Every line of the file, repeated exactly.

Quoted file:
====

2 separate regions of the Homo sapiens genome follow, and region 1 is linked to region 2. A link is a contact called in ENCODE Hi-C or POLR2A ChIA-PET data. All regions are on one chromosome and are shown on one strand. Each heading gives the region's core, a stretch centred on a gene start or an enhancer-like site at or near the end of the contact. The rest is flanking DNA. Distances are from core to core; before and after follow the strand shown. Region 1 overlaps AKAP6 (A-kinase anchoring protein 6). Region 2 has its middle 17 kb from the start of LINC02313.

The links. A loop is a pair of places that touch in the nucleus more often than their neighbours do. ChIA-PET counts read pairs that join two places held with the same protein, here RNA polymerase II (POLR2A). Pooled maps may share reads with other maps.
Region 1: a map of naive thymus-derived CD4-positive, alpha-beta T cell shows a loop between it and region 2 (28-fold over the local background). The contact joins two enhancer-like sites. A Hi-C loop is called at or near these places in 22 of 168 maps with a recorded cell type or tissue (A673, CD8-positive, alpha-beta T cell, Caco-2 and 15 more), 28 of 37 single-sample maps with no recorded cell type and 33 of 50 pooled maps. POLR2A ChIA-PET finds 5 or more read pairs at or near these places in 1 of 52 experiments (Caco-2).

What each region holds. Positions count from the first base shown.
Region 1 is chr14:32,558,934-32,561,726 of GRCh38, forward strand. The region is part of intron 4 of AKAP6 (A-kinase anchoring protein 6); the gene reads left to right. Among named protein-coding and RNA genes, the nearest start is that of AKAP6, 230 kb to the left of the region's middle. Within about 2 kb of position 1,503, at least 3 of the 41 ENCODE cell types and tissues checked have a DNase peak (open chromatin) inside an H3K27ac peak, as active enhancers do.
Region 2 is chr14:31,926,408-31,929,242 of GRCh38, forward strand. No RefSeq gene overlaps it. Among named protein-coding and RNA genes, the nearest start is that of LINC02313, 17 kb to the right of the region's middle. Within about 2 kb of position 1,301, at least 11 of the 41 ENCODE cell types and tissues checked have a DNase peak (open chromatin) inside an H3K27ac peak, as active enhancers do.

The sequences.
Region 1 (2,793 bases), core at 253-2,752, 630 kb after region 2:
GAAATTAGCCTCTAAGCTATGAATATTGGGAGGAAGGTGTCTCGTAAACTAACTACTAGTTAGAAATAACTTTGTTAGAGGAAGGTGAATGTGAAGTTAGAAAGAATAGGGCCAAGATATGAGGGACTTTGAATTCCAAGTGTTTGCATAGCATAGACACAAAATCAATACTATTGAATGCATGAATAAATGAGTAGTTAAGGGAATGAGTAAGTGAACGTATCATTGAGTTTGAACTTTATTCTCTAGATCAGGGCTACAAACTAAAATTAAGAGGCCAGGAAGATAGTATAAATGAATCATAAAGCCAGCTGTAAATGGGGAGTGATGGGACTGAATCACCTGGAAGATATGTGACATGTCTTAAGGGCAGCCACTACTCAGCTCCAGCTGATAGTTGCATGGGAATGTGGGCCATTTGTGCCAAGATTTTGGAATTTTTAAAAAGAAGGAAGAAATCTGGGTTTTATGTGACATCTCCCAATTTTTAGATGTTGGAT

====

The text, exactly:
2 separate regions of the Homo sapiens genome follow, and region 1 is linked to region 2. A link is a contact called in ENCODE Hi-C or POLR2A ChIA-PET data. All regions are on one chromosome and are shown on one strand. Each heading gives the region's core, a stretch centred on a gene start or an enhancer-like site at or near the end of the contact. The rest is flanking DNA. Distances are from core to core; before and after follow the strand shown. Region 1 overlaps AKAP6 (A-kinase anchoring protein 6). Region 2 has its middle 17 kb from the start of LINC02313.

The links. A loop is a pair of places that touch in the nucleus more often than their neighbours do. ChIA-PET counts read pairs that join two places held with the same protein, here RNA polymerase II (POLR2A). Pooled maps may share reads with other maps.
Region 1: a map of naive thymus-derived CD4-positive, alpha-beta T cell shows a loop between it and region 2 (28-fold over the local background). The contact joins two enhancer-like sites. A Hi-C loop is called at or near these places in 22 of 168 maps with a recorded cell type or tissue (A673, CD8-positive, alpha-beta T cell, Caco-2 and 15 more), 28 of 37 single-sample maps with no recorded cell type and 33 of 50 pooled maps. POLR2A ChIA-PET finds 5 or more read pairs at or near these places in 1 of 52 experiments (Caco-2).

What each region holds. Positions count from the first base shown.
Region 1 is chr14:32,558,934-32,561,726 of GRCh38, forward strand. The region is part of intron 4 of AKAP6 (A-kinase anchoring protein 6); the gene reads left to right. Among named protein-coding and RNA genes, the nearest start is that of AKAP6, 230 kb to the left of the region's middle. Within about 2 kb of position 1,503, at least 3 of the 41 ENCODE cell types and tissues checked have a DNase peak (open chromatin) inside an H3K27ac peak, as active enhancers do.
Region 2 is chr14:31,926,408-31,929,242 of GRCh38, forward strand. No RefSeq gene overlaps it. Among named protein-coding and RNA genes, the nearest start is that of LINC02313, 17 kb to the right of the region's middle. Within about 2 kb of position 1,301, at least 11 of the 41 ENCODE cell types and tissues checked have a DNase peak (open chromatin) inside an H3K27ac peak, as active enhancers do.

The sequences.
Region 1 (2,793 bases), core at 253-2,752, 630 kb after region 2:
GAAATTAGCCTCTAAGCTATGAATATTGGGAGGAAGGTGTCTCGTAAACTAACTACTAGTTAGAAATAACTTTGTTAGAGGAAGGTGAATGTGAAGTTAGAAAGAATAGGGCCAAGATATGAGGGACTTTGAATTCCAAGTGTTTGCATAGCATAGACACAAAATCAATACTATTGAATGCATGAATAAATGAGTAGTTAAGGGAATGAGTAAGTGAACGTATCATTGAGTTTGAACTTTATTCTCTAGATCAGGGCTACAAACTAAAATTAAGAGGCCAGGAAGATAGTATAAATGAATCATAAAGCCAGCTGTAAATGGGGAGTGATGGGACTGAATCACCTGGAAGATATGTGACATGTCTTAAGGGCAGCCACTACTCAGCTCCAGCTGATAGTTGCATGGGAATGTGGGCCATTTGTGCCAAGATTTTGGAATTTTTAAAAAGAAGGAAGAAATCTGGGTTTTATGTGACATCTCCCAATTTTTAGATGTTGGAT